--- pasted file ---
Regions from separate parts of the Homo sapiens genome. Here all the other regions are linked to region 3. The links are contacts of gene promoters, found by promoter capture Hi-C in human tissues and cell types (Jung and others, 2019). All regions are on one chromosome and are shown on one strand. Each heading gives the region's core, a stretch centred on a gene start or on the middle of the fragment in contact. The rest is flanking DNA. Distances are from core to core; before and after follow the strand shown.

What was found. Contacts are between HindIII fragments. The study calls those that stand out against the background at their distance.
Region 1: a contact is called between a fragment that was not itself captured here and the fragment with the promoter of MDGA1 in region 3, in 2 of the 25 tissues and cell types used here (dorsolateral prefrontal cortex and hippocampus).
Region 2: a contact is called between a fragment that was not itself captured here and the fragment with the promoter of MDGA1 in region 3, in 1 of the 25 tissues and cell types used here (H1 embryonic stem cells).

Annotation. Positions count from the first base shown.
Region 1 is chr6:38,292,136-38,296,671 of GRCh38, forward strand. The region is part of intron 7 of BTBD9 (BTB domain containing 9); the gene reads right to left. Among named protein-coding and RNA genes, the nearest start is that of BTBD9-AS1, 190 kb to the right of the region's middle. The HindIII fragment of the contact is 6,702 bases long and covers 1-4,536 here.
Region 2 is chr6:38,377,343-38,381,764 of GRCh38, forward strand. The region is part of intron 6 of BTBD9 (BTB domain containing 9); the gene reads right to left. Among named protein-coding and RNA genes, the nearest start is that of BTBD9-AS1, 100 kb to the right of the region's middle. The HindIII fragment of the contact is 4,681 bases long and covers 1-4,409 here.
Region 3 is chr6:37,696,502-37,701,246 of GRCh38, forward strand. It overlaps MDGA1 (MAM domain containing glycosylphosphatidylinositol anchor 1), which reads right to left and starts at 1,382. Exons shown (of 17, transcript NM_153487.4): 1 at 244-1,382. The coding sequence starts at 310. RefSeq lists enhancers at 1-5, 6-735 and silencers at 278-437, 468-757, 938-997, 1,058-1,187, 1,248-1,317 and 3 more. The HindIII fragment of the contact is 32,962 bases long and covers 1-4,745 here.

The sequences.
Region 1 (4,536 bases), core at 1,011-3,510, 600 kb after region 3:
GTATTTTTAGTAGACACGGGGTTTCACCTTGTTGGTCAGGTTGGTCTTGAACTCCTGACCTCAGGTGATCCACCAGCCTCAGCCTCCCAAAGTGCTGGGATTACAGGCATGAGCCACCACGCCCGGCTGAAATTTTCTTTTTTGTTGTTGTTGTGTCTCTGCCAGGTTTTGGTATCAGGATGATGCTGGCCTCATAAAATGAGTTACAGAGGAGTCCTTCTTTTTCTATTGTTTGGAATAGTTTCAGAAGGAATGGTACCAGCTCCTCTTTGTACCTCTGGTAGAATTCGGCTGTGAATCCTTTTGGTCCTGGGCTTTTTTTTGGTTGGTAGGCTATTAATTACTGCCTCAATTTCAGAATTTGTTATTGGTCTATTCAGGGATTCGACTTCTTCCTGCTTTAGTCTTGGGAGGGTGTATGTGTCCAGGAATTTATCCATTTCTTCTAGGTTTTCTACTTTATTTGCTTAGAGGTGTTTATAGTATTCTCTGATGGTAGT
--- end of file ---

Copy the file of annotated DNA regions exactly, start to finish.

Regions from separate parts of the Homo sapiens genome. Here all the other regions are linked to region 3. The links are contacts of gene promoters, found by promoter capture Hi-C in human tissues and cell types (Jung and others, 2019). All regions are on one chromosome and are shown on one strand. Each heading gives the region's core, a stretch centred on a gene start or on the middle of the fragment in contact. The rest is flanking DNA. Distances are from core to core; before and after follow the strand shown.

What was found. Contacts are between HindIII fragments. The study calls those that stand out against the background at their distance.
Region 1: a contact is called between a fragment that was not itself captured here and the fragment with the promoter of MDGA1 in region 3, in 2 of the 25 tissues and cell types used here (dorsolateral prefrontal cortex and hippocampus).
Region 2: a contact is called between a fragment that was not itself captured here and the fragment with the promoter of MDGA1 in region 3, in 1 of the 25 tissues and cell types used here (H1 embryonic stem cells).

Annotation. Positions count from the first base shown.
Region 1 is chr6:38,292,136-38,296,671 of GRCh38, forward strand. The region is part of intron 7 of BTBD9 (BTB domain containing 9); the gene reads right to left. Among named protein-coding and RNA genes, the nearest start is that of BTBD9-AS1, 190 kb to the right of the region's middle. The HindIII fragment of the contact is 6,702 bases long and covers 1-4,536 here.
Region 2 is chr6:38,377,343-38,381,764 of GRCh38, forward strand. The region is part of intron 6 of BTBD9 (BTB domain containing 9); the gene reads right to left. Among named protein-coding and RNA genes, the nearest start is that of BTBD9-AS1, 100 kb to the right of the region's middle. The HindIII fragment of the contact is 4,681 bases long and covers 1-4,409 here.
Region 3 is chr6:37,696,502-37,701,246 of GRCh38, forward strand. It overlaps MDGA1 (MAM domain containing glycosylphosphatidylinositol anchor 1), which reads right to left and starts at 1,382. Exons shown (of 17, transcript NM_153487.4): 1 at 244-1,382. The coding sequence starts at 310. RefSeq lists enhancers at 1-5, 6-735 and silencers at 278-437, 468-757, 938-997, 1,058-1,187, 1,248-1,317 and 3 more. The HindIII fragment of the contact is 32,962 bases long and covers 1-4,745 here.

The sequences.
Region 1 (4,536 bases), core at 1,011-3,510, 600 kb after region 3:
GTATTTTTAGTAGACACGGGGTTTCACCTTGTTGGTCAGGTTGGTCTTGAACTCCTGACCTCAGGTGATCCACCAGCCTCAGCCTCCCAAAGTGCTGGGATTACAGGCATGAGCCACCACGCCCGGCTGAAATTTTCTTTTTTGTTGTTGTTGTGTCTCTGCCAGGTTTTGGTATCAGGATGATGCTGGCCTCATAAAATGAGTTACAGAGGAGTCCTTCTTTTTCTATTGTTTGGAATAGTTTCAGAAGGAATGGTACCAGCTCCTCTTTGTACCTCTGGTAGAATTCGGCTGTGAATCCTTTTGGTCCTGGGCTTTTTTTTGGTTGGTAGGCTATTAATTACTGCCTCAATTTCAGAATTTGTTATTGGTCTATTCAGGGATTCGACTTCTTCCTGCTTTAGTCTTGGGAGGGTGTATGTGTCCAGGAATTTATCCATTTCTTCTAGGTTTTCTACTTTATTTGCTTAGAGGTGTTTATAGTATTCTCTGATGGTAGT